So how do you create and manage your personal brand? Start by asking yourself a few questions: what do I want to be known for? What words do I want people to use when they describe me or talk about me? How should my brand identity match or differ to the brand identity of my business? Is it a good thing if these two brand identities match or differ?

I’m a strong believer of your personal brand identity shaping your business. Being in the fashion industry, I remember a time when I was walking a tradeshow in Los Angeles, and I met this designer from Paris who was selling beautiful high-end jewelry. I fell in love with her pieces, but there was a big disconnect for me. I couldn’t get past the brand identity of the designer in relation to the brand identity of her business. There didn’t seem to be a correlation, and in fact the two brands were quite contradictory. While the designer was dressed in very casual and rough street attire, the jewelry was delicate fine jewelry with precious stones. The disconnect between her personal brand and business prevented a positive brand experience when viewing her jewelry. To test my understanding of the role I believe personal branding plays in conjunction with business branding, I asked her how her sales were going during the tradeshow, and her answer was that they weren’t going well. I wasn’t surprised at her response, and it reaffirmed the need for a consistent brand experience extending from personal brand to business brand.

With my namesake brand dE ROSAIRO, from the very beginning I had to make sure that there was plenty of good overlap between my personal brand and the brand of my business. Luckily this wasn’t difficult for me to do, because the woman that I was serving through my brand was the woman who was an extension of me. If that was not the case, then I would have had to do a thorough analysis of the two brands to build them both in the right direction.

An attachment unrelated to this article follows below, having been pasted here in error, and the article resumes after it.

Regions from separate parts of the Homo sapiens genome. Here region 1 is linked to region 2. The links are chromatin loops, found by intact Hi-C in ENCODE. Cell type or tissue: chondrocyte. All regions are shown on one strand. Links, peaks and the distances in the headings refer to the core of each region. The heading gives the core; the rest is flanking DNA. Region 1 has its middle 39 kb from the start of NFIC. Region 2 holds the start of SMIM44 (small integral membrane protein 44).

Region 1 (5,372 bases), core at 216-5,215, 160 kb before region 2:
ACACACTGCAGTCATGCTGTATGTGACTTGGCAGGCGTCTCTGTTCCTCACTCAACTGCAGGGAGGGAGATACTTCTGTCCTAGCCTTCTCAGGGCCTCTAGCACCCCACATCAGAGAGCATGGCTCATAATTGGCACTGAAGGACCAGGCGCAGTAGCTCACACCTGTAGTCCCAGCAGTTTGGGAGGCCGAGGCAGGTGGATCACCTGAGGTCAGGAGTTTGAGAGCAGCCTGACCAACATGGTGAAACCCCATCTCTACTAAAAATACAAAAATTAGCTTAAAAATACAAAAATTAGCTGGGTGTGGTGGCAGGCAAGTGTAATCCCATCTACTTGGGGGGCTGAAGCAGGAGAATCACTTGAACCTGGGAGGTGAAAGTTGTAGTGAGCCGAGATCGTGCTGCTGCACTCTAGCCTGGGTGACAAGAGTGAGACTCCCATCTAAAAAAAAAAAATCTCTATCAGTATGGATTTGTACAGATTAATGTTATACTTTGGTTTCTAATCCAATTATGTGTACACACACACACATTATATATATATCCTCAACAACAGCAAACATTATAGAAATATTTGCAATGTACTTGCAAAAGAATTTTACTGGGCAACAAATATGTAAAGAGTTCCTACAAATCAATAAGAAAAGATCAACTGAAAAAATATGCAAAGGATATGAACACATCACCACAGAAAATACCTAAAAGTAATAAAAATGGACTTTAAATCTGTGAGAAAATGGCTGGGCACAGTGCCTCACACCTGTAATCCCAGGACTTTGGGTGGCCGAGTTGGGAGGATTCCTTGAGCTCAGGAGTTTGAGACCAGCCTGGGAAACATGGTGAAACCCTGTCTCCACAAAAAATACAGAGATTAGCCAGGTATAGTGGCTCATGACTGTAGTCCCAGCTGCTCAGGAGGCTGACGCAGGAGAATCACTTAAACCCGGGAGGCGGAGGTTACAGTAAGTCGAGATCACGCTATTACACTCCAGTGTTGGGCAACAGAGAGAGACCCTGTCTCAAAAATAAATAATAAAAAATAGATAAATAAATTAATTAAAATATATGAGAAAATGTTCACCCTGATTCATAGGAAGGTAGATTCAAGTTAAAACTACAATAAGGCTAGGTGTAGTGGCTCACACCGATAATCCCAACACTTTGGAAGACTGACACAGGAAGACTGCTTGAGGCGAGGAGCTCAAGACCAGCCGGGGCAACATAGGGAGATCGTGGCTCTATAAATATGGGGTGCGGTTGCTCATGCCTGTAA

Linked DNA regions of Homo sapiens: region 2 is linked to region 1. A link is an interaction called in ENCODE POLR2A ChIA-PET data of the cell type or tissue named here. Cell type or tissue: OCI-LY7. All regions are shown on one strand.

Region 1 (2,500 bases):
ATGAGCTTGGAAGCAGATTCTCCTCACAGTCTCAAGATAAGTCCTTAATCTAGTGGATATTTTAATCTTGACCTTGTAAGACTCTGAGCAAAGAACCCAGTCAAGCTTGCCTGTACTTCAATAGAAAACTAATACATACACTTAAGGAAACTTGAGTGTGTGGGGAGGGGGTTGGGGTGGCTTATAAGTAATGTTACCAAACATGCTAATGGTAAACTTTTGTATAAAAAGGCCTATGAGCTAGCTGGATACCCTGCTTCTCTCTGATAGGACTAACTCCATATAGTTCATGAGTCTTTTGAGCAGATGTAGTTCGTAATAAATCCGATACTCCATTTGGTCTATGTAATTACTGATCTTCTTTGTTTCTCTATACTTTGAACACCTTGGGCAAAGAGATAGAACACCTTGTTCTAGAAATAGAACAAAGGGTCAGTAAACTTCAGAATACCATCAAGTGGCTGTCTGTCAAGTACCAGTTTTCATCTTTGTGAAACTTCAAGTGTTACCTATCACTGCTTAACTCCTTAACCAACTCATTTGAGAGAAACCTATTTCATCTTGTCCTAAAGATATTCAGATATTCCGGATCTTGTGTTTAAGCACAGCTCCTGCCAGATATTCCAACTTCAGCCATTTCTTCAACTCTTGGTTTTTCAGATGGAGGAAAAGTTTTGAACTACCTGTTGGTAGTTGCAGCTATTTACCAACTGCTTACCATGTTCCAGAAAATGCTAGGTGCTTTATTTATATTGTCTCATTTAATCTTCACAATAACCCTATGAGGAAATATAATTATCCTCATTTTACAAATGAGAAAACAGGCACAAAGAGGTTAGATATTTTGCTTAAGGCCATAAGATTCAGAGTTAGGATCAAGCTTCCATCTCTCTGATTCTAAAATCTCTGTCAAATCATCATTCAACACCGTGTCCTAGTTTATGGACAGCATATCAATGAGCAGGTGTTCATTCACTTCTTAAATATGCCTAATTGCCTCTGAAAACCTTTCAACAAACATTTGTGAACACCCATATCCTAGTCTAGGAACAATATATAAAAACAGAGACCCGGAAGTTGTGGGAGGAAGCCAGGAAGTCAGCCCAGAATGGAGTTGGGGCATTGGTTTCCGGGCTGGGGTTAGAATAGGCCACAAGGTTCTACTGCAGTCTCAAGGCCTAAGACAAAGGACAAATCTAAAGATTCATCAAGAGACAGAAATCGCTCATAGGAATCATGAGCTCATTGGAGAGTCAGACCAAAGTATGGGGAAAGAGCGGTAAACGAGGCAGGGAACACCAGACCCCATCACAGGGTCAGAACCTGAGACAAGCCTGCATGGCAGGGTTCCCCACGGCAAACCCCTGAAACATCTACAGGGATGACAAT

Creating the right brand identity for both yourself and for your business will be the most important thing you do at the get-go. Test your own brand identity by asking people (some who you know well, and others you don’t know well at all) to describe you using 3 words. That could be a great starting point to analyze your personal brand identity. The most important thing is to develop your personal brand identity to a point where it’s clear, precise, and is consistent with the business brand you are building.

Nishika can be found on: InstagramFacebookPinterestTwitterand on the web.

Ask An Entrepreneur: How To Innovate In A Saturated Market?

Screen Shot 2015-04-02 at 9.57.00 AMAnswer provided by: Nell Waters, Founder of SOAK, an urban bathhouse.

Past Employment: Owner, Whole Body Tonic

Featured Recently in: FastCompany — “This Anti-Spa Is Built Inside Shipping Containers




For over a decade I’ve worked in health and wellness, providing therapeutic solutions to people who suffer serious burnout or injuries. My former business, Whole Body Tonic (2005-2014,) was a staple in ‘curative’ care in San Francisco for people across the entire spectrum of the city, and was the recipient of many awards. I closed that chapter of my professional life to embark on a more ambitious project – to bring back the culture of ‘urban baths’. I wanted to create a place that nurtures creative potential because when people unplug and clear their head, they foster new insights and ideas. Imagine a small steel loft, with roof-top deck, wood sauna, and high-efficiency fixtures. Many treat SOAK as a disrupter in the spa industry. At SOAK, the idea is retrofitted shipping containers that house spa amenities in an ecological and design-driven way.

I come from a family of artists and have a creative background, so when I think about innovating in a saturated market, the beginning point for me is always one of introducing something that is beautiful and simple in its design. At SOAK, the engineering concepts are pioneering but the principles behind them are straightforward. We work with the resources that are already there. In our case, sun (mounted PV cels supply all the energy that SOAK needs to operate), and filtered rainwater catchment. I know, drought makes rainwater use harder to conceive but it’s resource-conscious and that’s a meaningful proof point for our company.